Once you've connected your repository containing the demo RSVP app to Argo CD, choose the Apps icon from the left-side tool bar, click the + button in the top right corner of the screen, and select New Application. From the Select Repository page, select your GitHub repository for the RSVP app and click next. Then choose CREATE APP FROM DIRECTORY to go to a page that asks you to review your application parameters:
The Path field designates where the YAML file for your application resides in your GitHub repository. For this project, type k8s. For Application Name, type rsvpapp, and for Cluster URL, select https://kubernetes.default.svc from the dropdown menu, since Argo CD and your application are on the same Kubernetes cluster. Finally, enter default for Namespace.
Once you have filled out your application parameters, click on CREATE at the top of the screen. A box will appear, representing your application:
After Status:, you will see that your application is OutOfSync with your GitHub repository. To deploy your application as it is on GitHub, click ACTIONS and choose Sync. After a few moments, your application status will change to Synced, meaning that Argo CD has deployed your application.
Once your application has been deployed, click your application box to find a detailed diagram of your application:
To find this deployment on your Kubernetes cluster, switch back to the terminal window for your remote server and enter:
You will receive output with the pods that are running your app:
NAME READY STATUS RESTARTS AGE
rsvp-755d87f66b-hgfb5 1/1 Running 0 12m
rsvp-755d87f66b-p2bsh 1/1 Running 0 12m
rsvp-db-54996bf89-gljjz 1/1 Running 0 12m
Next, check the services:
You'll find a service for the RSVP app and your MongoDB database, in addition to the number of the port from which your app is running, highlighted in the following:
NAME TYPE CLUSTER-IP EXTERNAL-IP PORT(S) AGE
kubernetes ClusterIP 10.96.0.1 <none> 443/TCP 2h
mongodb ClusterIP 10.102.150.54 <none> 27017/TCP 25m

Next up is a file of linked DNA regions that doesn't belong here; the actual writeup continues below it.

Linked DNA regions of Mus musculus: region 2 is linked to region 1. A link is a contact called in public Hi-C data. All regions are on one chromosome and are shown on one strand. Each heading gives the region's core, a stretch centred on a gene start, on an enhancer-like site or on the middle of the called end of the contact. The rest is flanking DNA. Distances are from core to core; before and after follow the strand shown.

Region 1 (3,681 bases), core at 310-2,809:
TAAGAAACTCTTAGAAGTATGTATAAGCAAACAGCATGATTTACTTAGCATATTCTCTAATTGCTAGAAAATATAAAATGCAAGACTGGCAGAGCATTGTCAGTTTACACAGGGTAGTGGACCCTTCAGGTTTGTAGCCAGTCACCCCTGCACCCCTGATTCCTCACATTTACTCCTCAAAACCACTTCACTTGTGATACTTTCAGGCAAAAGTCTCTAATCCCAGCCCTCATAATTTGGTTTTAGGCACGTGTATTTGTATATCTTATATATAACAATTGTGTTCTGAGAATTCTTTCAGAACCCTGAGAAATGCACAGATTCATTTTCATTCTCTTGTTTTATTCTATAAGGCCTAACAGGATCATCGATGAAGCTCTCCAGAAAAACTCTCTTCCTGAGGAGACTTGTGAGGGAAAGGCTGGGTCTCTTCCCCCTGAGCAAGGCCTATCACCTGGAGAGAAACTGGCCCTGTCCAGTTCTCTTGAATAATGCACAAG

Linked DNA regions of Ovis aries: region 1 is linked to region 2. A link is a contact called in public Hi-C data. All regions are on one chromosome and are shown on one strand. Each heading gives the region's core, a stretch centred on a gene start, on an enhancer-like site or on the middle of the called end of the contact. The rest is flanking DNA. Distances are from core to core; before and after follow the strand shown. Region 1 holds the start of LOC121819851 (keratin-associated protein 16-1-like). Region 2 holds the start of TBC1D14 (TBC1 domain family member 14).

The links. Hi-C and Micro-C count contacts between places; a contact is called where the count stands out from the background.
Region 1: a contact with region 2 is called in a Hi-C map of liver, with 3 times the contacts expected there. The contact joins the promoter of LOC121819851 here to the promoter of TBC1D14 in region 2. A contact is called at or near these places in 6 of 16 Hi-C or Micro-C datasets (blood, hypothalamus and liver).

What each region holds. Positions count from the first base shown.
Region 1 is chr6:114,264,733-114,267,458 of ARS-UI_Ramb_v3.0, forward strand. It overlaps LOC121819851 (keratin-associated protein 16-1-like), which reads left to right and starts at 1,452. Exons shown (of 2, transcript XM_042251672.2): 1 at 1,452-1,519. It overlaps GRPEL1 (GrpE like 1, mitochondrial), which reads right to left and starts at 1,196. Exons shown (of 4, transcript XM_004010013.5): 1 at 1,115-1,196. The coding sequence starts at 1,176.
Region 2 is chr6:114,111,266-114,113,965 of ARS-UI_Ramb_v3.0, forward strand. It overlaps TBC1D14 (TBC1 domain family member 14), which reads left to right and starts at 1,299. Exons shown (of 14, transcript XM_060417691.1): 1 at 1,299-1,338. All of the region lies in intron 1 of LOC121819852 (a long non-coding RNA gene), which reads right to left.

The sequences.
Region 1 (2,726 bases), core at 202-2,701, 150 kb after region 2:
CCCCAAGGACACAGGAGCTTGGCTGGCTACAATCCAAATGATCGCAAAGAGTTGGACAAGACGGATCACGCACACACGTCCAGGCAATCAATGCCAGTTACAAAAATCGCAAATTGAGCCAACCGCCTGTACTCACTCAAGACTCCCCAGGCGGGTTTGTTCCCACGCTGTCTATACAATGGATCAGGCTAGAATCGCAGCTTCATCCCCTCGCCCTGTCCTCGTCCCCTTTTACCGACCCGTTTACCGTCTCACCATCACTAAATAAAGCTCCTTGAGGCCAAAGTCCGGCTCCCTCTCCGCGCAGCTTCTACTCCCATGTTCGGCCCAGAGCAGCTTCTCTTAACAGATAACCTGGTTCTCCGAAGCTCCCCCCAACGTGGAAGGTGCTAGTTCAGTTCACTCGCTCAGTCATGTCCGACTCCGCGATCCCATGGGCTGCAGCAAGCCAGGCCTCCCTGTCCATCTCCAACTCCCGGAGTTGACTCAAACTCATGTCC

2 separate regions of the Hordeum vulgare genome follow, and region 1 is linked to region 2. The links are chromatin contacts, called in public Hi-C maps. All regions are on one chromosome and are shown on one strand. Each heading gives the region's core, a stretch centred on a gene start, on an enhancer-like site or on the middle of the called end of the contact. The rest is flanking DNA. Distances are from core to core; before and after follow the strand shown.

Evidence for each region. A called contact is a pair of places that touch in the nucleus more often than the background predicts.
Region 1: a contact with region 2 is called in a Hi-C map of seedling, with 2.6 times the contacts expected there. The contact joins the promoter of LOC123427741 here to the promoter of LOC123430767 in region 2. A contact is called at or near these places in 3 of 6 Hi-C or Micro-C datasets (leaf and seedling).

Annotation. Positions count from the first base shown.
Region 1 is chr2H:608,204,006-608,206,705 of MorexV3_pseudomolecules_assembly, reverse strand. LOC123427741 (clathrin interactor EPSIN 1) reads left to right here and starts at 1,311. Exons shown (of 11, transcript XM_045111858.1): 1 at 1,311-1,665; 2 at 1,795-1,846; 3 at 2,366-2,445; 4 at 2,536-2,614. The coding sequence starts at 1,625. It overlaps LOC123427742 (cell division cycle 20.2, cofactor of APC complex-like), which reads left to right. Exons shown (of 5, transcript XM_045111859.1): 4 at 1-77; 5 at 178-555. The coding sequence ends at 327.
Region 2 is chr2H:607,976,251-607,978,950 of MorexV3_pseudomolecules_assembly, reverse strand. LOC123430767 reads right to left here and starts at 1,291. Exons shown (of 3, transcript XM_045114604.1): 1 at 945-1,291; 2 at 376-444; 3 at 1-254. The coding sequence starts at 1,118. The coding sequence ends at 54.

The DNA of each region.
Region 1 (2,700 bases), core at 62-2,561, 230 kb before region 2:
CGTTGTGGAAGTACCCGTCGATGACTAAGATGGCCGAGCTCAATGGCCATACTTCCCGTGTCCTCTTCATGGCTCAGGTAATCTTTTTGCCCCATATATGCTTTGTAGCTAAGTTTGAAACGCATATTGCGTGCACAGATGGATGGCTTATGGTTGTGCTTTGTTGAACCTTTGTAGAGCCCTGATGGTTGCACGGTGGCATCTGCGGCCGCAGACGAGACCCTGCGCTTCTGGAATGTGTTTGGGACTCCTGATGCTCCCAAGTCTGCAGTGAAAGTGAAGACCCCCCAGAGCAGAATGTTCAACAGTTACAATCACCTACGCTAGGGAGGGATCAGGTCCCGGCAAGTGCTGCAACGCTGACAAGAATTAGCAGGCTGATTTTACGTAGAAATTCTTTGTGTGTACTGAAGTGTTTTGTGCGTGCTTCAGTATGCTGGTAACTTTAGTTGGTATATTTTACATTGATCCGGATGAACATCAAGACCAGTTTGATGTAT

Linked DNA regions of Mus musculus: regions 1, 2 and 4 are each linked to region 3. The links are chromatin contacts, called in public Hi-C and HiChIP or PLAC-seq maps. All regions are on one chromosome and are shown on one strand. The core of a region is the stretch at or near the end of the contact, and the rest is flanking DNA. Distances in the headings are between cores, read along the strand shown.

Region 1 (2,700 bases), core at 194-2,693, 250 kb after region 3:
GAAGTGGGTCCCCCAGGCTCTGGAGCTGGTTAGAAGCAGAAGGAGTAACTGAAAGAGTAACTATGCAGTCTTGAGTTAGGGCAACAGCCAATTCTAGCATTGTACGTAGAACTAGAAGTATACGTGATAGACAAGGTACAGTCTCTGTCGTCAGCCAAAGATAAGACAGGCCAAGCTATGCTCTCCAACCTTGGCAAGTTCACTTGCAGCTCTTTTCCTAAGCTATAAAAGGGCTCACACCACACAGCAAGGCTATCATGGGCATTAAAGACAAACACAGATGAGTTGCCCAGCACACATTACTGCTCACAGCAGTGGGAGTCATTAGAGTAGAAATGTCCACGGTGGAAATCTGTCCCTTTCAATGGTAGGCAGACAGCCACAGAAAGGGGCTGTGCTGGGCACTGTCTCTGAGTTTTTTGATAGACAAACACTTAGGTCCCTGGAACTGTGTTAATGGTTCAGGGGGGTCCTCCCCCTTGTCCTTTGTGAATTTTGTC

rsvp NodePort 10.106.91.108 <none> 80:31350/TCP 25m
You can find your deployed RSVP app by navigating to your_remote_server_IP_address:app_port_number in your browser, using the preceding highlighted number for app_port_number:
Now that you have deployed your application using Argo CD, you can test your Continuous Deployment system and adjust it to automatically sync with GitHub.
Step 4 — Testing your Continuous Deployment Setup
With Argo CD set up, test out your Continuous Deployment system by making a change in your project and triggering a new build of your application.
In your browser, navigate to https://github.com/your_GitHub_username/rsvpapp-webinar4, click into the master branch, and update the k8s/rsvp.yaml file to deploy your app using the image built by CircleCI as a base. Add dev after image: nkhare/rsvpapp:, as shown in the following:
Instead of pulling the original image from Docker Hub, Argo CD will now use the dev image created in the Continuous Integration system to build the application.
Commit the change, then return to the ArgoCD UI. You will notice that nothing has changed yet; this is because you have not activated automatic synchronization and must sync the application manually.
To manually sync the application, click the blue circle in the top right of the screen, and click Sync. A new menu will appear, with a field to name your new revision and a checkbox labeled PRUNE:
Clicking this checkbox will ensure that, once Argo CD spins up your new application, it will destroy the outdated version. Click the PRUNE box, then click SYNCHRONIZE at the top of the screen. You will see the old elements of your application spinning down, and the new ones spinning up with your CircleCI-made image. If the new image included any changes, you would find these new changes reflected in your application at the URL your_remote_server_IP_address:app_port_number.
As mentioned before, Argo CD also has an auto-sync option that will incorporate changes into your application as you make them. To enable this, open up your terminal for your remote server and use the following command:
argocd app set rsvpapp --sync-policy automated
To make sure that revisions are not accidentally deleted, the default for automated sync has prune turned off. To turn automated pruning on, simply add the --auto-prune flag at the end of the preceding command.
Now that you have added Continuous Deployment capabilities to your Kubernetes cluster, you have completed the demonstration GitOps CI/CD system with CircleCI and Argo CD.
In this tutorial, you created a pipeline with CircleCI that triggers tests and builds updated images when you change code in your GitHub repository. You also used Argo CD to deploy an application, automatically incorporating the changes integrated by CircleCI. You can now use these tools to create your own GitOps CI/CD system that uses Git as its organizing theme.
If you'd like to learn more about Git, check out our An Introduction to Open Source series of tutorials. To explore more DevOps tools that integrate with Git repositories, take a look at How To Install and Configure GitLab on Ubuntu 18.04.